Announcing YUI 3.3.0
Some things to look for in this release:
- Firefox 4, IE9, and Android 2.2 support — With YUI 3.3.0, we've tested extensively against the latest betas of the forthcoming Firefox 4 and IE9 releases to ensure the smoothest possible transition when those browsers hit GA. This is also the first release during which we've treated WebKit on Android as an A-Grade browser; you should see much improved support for Android throughout the library.
- Node sugar: Matt Sweeney landed some additional sugar methods in 3.3.0, including
hidemethods to toggle the display of a Node or NodeList,
unwrapto add and remove a parentNode, and
emptyto remove all childNodes. The new
node-loadsubmodule adds a
loadmethod to Node, providing a convenient IO wrapper.
- AutoComplete widget (beta) — Ryan Grove's YUI 3 AutoComplete widget, new in 3.3.0, provides a flexible, configurable, and accessible AutoComplete implementation. It includes options for custom filtering, highlighting, and formatting of results; delimited queries; result retrieval from a variety of local and remote sources such as YQL, JSONP, and XHR; and is built to be modular and easy to extend. As a companion to AutoComplete, Ryan's node-tokeninput Gallery module makes it easy to turn any input element into a tokenized input field similar to the
NSTokenFieldCocoa widget in Mac OS X.
- Stacked axes and series
- Multiple value axes
- Customizable graphics and text
- Customizable default tooltip
- DataTable widget (beta) — Jenny Donnelly and Tilo Mitra landed the beginnings of the new YUI 3 DataTable widget in 3.3.0. This new widget begins to implement the extensive functional footprint of the YUI 2 version while using YUI 3's much more modular structure. Hence, you'll find features like scrolling and sorting broken out as plugins or extensions, allowing you to load only the code you need for your implementation. If you're interested in this component, don't miss Tilo's introduction to YUI 3 DataTable from YUIConf 2010.
- Dial widget (beta) — Jeff Conniff's new Dial widget is a circular value input control. It's similar to a real-world, analog volume control dial, but it allows larger value ranges and finer granularity. Use Dial instead of Slider where you need to control a larger range, and where you need finer control. For example, you might need to tune in a radio station in the frequency range of 500-1500 kHz, but need the granularity to accurately select 560.2 kHz — an operation that requires about 10,000 discrete values. Dial is a compact UI that provides that level of granularity. There are other cases when the Dial's radial form factor better suits your design, such as when rotating objects, selecting angles, or representing real world controls that people are accustomed to seeing in dial format. It is especially effective when used to help the user see the effect of the value in real-time. The Dial also has the benefit of fine motor control leverage. The farther out from the center of the Dial the user pulls the handle, the more precise the control.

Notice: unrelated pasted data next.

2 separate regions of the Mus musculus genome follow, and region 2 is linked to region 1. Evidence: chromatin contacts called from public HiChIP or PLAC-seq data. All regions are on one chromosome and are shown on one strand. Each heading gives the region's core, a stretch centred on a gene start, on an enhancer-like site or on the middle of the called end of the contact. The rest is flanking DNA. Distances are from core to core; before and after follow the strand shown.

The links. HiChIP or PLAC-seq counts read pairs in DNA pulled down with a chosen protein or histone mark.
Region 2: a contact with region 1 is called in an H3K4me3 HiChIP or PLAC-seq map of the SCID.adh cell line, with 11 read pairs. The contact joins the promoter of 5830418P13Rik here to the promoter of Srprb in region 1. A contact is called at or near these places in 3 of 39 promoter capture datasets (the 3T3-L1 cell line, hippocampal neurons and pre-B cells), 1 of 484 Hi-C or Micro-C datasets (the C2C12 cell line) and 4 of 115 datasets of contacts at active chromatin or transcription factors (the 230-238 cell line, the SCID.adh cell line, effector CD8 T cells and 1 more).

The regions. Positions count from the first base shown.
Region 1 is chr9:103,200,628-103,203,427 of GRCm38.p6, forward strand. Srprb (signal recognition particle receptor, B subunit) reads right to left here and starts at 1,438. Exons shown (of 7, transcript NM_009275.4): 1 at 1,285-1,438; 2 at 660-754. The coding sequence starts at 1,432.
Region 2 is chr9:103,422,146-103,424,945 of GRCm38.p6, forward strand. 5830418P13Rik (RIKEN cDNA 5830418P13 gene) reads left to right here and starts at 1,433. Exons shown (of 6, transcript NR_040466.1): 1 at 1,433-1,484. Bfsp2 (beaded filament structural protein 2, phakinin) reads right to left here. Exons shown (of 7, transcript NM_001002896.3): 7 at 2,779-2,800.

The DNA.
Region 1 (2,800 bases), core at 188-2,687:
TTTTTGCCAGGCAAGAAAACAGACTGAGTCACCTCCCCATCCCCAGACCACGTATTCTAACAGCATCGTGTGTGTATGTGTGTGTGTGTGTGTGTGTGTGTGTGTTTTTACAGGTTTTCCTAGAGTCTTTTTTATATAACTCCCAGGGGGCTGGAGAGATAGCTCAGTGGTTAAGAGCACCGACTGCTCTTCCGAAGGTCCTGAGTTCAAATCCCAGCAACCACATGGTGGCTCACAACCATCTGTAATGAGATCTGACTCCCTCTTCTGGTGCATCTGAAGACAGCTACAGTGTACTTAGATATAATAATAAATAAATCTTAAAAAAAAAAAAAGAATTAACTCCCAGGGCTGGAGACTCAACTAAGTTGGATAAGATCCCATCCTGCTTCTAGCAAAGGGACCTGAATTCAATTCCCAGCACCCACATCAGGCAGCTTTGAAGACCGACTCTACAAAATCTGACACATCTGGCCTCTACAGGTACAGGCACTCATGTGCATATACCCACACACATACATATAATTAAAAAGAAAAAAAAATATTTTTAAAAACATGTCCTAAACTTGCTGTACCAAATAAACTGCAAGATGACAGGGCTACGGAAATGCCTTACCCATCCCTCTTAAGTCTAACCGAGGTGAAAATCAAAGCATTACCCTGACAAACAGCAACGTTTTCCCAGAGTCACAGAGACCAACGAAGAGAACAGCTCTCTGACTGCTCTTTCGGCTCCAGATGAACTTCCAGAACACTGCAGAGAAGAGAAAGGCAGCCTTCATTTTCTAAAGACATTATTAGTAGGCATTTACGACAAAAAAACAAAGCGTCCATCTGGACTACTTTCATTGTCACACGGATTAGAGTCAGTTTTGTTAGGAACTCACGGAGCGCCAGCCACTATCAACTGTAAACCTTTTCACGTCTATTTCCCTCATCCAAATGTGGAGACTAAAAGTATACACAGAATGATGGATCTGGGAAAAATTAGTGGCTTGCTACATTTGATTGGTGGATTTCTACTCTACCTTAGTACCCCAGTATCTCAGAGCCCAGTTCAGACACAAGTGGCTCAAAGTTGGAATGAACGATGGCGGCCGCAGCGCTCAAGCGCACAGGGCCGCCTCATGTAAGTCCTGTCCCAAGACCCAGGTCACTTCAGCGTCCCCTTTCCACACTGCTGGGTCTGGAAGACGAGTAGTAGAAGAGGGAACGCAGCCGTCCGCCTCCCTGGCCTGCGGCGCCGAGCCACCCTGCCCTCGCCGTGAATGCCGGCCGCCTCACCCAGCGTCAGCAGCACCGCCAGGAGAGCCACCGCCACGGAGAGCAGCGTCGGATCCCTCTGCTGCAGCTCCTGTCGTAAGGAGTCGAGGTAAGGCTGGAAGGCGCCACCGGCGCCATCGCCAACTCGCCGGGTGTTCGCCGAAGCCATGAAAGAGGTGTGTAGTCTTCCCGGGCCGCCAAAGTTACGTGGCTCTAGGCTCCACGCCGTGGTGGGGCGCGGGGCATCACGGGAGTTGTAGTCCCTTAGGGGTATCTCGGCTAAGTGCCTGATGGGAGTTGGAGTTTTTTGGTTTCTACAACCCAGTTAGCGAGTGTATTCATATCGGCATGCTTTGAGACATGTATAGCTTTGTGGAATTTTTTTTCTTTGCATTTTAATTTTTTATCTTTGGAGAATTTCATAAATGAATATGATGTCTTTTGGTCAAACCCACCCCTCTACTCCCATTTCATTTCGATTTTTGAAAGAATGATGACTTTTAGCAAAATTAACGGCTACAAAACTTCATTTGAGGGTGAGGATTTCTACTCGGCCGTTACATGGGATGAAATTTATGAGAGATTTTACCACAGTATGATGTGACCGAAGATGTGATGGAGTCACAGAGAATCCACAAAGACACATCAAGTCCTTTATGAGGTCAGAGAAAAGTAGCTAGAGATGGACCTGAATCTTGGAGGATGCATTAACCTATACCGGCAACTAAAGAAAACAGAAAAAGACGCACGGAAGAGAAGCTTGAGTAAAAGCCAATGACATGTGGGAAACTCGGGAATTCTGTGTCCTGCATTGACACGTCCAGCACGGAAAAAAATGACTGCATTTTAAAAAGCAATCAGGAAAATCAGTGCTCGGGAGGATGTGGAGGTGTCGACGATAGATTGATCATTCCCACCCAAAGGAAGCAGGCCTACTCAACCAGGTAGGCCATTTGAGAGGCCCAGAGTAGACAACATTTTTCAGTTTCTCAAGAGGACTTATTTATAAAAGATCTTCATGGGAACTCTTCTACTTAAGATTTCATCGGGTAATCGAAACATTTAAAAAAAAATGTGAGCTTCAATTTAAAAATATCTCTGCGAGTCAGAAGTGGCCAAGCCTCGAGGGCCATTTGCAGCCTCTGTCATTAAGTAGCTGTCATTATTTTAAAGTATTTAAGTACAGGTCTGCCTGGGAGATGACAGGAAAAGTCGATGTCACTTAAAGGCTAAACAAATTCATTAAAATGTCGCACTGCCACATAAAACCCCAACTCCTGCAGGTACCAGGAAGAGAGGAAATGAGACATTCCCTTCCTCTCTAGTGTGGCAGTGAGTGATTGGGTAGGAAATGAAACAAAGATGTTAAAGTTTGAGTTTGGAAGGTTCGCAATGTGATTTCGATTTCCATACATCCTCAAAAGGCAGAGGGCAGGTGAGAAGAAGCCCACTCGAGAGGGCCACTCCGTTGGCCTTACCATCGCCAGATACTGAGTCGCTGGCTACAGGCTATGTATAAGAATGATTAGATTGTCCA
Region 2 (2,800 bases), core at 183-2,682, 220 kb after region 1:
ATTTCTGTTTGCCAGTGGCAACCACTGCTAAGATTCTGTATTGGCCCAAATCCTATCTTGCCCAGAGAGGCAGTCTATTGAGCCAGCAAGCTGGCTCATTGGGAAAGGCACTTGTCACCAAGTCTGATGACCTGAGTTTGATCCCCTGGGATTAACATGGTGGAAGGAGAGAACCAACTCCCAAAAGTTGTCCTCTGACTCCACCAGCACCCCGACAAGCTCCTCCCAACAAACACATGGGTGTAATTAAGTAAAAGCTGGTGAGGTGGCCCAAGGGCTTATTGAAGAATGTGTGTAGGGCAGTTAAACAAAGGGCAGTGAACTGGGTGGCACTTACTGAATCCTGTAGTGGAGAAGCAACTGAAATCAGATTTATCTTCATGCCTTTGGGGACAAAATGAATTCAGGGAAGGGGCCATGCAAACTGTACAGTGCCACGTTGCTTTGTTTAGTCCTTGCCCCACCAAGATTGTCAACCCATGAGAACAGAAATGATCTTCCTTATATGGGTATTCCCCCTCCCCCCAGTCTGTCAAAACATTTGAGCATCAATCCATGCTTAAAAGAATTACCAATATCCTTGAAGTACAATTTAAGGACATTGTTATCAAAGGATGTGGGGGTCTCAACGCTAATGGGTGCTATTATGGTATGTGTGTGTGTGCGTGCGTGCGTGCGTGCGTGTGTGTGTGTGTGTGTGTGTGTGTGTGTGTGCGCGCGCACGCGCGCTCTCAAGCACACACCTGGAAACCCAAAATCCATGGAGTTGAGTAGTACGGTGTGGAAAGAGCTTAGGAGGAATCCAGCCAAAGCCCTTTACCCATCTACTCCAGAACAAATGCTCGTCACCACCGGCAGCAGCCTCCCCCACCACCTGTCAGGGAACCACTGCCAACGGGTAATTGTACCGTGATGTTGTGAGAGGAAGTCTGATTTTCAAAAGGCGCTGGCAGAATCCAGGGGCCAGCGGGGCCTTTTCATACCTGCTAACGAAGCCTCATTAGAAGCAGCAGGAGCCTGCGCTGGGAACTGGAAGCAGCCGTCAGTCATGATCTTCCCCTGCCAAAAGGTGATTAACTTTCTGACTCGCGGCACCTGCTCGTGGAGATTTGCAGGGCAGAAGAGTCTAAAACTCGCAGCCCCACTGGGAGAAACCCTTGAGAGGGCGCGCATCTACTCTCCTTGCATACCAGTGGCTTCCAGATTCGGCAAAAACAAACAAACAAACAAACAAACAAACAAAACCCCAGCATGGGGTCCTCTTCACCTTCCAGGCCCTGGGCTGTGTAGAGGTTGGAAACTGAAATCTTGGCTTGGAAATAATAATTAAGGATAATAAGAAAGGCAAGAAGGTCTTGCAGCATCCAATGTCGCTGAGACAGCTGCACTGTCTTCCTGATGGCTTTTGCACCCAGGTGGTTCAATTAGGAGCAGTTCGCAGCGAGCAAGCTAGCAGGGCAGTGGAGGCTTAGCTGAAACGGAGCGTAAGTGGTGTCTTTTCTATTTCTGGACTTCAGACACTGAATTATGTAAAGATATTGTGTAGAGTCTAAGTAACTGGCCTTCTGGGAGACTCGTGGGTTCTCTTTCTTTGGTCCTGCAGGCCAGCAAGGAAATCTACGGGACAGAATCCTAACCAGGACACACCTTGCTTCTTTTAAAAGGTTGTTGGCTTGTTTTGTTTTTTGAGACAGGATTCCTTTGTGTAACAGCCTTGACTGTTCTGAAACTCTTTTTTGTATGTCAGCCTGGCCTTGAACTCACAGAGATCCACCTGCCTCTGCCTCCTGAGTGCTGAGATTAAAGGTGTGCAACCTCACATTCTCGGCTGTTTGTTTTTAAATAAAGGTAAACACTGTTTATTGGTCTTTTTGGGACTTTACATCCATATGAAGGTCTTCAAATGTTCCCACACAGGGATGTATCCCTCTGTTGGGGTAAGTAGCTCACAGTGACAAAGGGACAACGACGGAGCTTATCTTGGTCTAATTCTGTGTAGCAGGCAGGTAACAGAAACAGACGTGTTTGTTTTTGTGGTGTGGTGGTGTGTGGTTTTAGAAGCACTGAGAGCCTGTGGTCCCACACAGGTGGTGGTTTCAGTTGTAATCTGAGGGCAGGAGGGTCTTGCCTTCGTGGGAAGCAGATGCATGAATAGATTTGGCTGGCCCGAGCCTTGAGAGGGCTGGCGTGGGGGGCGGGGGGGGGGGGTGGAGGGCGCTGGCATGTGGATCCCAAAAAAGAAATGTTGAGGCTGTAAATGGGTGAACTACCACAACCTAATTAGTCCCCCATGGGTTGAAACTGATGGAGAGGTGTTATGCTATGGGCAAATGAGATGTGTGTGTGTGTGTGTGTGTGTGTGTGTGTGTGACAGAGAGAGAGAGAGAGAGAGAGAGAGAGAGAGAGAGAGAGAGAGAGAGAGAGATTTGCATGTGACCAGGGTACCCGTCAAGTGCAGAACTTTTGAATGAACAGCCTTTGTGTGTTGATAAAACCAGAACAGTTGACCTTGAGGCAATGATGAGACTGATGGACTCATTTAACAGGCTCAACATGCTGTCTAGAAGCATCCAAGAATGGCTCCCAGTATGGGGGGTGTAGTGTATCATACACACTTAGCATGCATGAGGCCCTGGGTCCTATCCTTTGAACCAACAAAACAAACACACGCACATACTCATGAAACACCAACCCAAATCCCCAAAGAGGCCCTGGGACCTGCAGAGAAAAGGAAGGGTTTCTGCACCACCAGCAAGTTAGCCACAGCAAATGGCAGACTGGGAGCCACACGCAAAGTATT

- Resize utility (beta) — Provided by Eduardo Lundgren of Liferay, this is the first component to move from the excellent AlloyUI suite into the core YUI 3 distribution. Eduardo has focused on making the component more modular, separating most functional groups into separate plugins. The new component is organized as follows:
Y.Resize: Base Class. The Resize Utility allows you to make an HTML element resizable, supporting eight handle positions and wrapped elements (
Y.Resizewill wrap the element, calculate adjustments for borders/padding and offset the handles for you).
Y.ResizeConstrained: Sometimes a user may want to preserve the object's aspect ratio, limit the resize operation to to a region, or set max and min dimensions. The
Y.ResizeConstrainedplugin provides those options for you.
Y.Plugin.ResizeProxy: When using this plugin, the Resize utility will create a "proxy" element to resize instead of resizing the actual element. This should be used when you are resizing a complex element.
Up next will be 3.4.0, which we expect to release in Q2. Current plans for that release include further enhancements for mobile (see my talk from YUIConf for more on our philosophy regarding mobile support), Anthony Pipkin's work on Button and Toolbar controls (which we hope to bundle with YUI 3's Editor for a complete rich text editor component), and Gonzalo Cordero's TreeView component. We'll be looking for your feedback on these priorities; stay tuned to YUIBlog for a special upcoming Open Hours developer session to talk about the YUI 3 roadmap for 3.4.0 and beyond.
Enjoy 3.3.0 — we look forward to hearing your feedback on Freenode's #yui channel or in the YUI Forums.